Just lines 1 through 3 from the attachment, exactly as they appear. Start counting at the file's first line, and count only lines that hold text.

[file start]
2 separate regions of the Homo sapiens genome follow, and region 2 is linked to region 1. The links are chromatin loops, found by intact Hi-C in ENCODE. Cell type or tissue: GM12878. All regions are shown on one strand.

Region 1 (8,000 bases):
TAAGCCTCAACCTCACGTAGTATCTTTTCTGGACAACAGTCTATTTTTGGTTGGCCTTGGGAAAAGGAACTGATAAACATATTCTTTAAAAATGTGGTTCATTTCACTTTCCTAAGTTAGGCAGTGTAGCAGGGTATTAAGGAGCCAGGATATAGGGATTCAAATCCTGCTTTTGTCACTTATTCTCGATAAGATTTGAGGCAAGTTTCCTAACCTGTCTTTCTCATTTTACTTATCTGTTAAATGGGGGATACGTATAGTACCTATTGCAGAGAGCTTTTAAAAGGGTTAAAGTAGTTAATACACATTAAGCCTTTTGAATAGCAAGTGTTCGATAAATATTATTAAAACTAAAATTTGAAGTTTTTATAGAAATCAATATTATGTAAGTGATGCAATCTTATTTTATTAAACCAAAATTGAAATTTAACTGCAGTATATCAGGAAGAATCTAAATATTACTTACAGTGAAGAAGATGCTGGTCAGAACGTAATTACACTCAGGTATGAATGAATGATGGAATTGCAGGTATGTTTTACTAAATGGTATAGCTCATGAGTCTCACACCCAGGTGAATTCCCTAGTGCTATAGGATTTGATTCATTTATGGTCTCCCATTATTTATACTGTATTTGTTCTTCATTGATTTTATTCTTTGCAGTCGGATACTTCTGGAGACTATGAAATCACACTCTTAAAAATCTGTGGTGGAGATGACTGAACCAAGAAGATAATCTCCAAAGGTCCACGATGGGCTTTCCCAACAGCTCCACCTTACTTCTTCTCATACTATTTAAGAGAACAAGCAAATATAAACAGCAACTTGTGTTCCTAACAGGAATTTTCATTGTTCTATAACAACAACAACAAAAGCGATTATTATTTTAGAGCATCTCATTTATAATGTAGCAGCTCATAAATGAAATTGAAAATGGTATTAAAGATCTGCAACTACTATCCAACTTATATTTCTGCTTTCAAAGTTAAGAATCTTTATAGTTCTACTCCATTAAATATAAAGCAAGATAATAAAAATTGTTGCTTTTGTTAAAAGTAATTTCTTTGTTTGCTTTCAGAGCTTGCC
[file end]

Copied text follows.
2 separate regions of the Homo sapiens genome follow, and region 2 is linked to region 1. The links are chromatin loops, found by intact Hi-C in ENCODE. Cell type or tissue: GM12878. All regions are shown on one strand.

Region 1 (8,000 bases):
TAAGCCTCAACCTCACGTAGTATCTTTTCTGGACAACAGTCTATTTTTGGTTGGCCTTGGGAAAAGGAACTGATAAACATATTCTTTAAAAATGTGGTTCATTTCACTTTCCTAAGTTAGGCAGTGTAGCAGGGTATTAAGGAGCCAGGATATAGGGATTCAAATCCTGCTTTTGTCACTTATTCTCGATAAGATTTGAGGCAAGTTTCCTAACCTGTCTTTCTCATTTTACTTATCTGTTAAATGGGGGATACGTATAGTACCTATTGCAGAGAGCTTTTAAAAGGGTTAAAGTAGTTAATACACATTAAGCCTTTTGAATAGCAAGTGTTCGATAAATATTATTAAAACTAAAATTTGAAGTTTTTATAGAAATCAATATTATGTAAGTGATGCAATCTTATTTTATTAAACCAAAATTGAAATTTAACTGCAGTATATCAGGAAGAATCTAAATATTACTTACAGTGAAGAAGATGCTGGTCAGAACGTAATTACACTCAGGTATGAATGAATGATGGAATTGCAGGTATGTTTTACTAAATGGTATAGCTCATGAGTCTCACACCCAGGTGAATTCCCTAGTGCTATAGGATTTGATTCATTTATGGTCTCCCATTATTTATACTGTATTTGTTCTTCATTGATTTTATTCTTTGCAGTCGGATACTTCTGGAGACTATGAAATCACACTCTTAAAAATCTGTGGTGGAGATGACTGAACCAAGAAGATAATCTCCAAAGGTCCACGATGGGCTTTCCCAACAGCTCCACCTTACTTCTTCTCATACTATTTAAGAGAACAAGCAAATATAAACAGCAACTTGTGTTCCTAACAGGAATTTTCATTGTTCTATAACAACAACAACAAAAGCGATTATTATTTTAGAGCATCTCATTTATAATGTAGCAGCTCATAAATGAAATTGAAAATGGTATTAAAGATCTGCAACTACTATCCAACTTATATTTCTGCTTTCAAAGTTAAGAATCTTTATAGTTCTACTCCATTAAATATAAAGCAAGATAATAAAAATTGTTGCTTTTGTTAAAAGTAATTTCTTTGTTTGCTTTCAGAGCTTGCC